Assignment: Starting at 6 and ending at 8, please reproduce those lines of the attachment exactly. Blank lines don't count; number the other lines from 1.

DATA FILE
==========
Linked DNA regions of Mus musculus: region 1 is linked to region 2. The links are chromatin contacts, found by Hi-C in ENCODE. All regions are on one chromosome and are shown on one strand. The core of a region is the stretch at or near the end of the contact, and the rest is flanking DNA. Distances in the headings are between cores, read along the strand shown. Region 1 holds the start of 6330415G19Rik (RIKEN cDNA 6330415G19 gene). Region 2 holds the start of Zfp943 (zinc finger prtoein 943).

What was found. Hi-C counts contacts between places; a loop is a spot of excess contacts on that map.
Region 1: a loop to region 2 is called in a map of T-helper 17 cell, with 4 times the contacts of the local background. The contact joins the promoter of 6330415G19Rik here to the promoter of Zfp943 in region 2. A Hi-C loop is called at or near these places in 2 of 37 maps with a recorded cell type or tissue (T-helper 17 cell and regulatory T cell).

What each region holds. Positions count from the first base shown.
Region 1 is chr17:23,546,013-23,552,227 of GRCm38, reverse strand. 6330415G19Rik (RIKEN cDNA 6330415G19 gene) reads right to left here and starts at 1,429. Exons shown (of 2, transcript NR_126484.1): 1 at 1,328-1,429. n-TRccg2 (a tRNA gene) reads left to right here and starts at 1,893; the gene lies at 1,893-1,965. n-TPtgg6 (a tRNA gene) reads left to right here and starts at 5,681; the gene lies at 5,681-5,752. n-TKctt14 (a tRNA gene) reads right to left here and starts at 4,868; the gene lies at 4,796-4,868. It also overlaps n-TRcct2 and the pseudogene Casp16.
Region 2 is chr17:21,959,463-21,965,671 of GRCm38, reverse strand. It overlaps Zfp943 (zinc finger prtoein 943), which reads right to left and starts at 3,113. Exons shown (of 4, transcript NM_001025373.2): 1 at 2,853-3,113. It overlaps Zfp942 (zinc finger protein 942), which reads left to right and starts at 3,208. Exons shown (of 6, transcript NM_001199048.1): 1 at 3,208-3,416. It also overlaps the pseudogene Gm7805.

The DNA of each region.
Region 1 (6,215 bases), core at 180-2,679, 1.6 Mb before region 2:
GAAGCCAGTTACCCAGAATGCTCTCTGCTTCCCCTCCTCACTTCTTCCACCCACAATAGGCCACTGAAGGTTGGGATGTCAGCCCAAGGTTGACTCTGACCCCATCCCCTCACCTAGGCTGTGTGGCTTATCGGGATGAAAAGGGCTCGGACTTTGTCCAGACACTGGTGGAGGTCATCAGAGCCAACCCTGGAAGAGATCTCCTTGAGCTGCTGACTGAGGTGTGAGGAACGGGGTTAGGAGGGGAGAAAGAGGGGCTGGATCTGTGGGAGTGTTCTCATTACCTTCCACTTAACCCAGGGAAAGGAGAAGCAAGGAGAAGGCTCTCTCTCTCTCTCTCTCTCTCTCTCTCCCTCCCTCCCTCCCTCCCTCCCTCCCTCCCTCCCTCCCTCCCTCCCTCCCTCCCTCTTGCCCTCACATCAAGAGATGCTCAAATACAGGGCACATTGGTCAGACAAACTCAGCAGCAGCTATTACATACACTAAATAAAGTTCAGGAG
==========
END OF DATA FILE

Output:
Region 2 is chr17:21,959,463-21,965,671 of GRCm38, reverse strand. It overlaps Zfp943 (zinc finger prtoein 943), which reads right to left and starts at 3,113. Exons shown (of 4, transcript NM_001025373.2): 1 at 2,853-3,113. It overlaps Zfp942 (zinc finger protein 942), which reads left to right and starts at 3,208. Exons shown (of 6, transcript NM_001199048.1): 1 at 3,208-3,416. It also overlaps the pseudogene Gm7805.

The DNA of each region.
Region 1 (6,215 bases), core at 180-2,679, 1.6 Mb before region 2: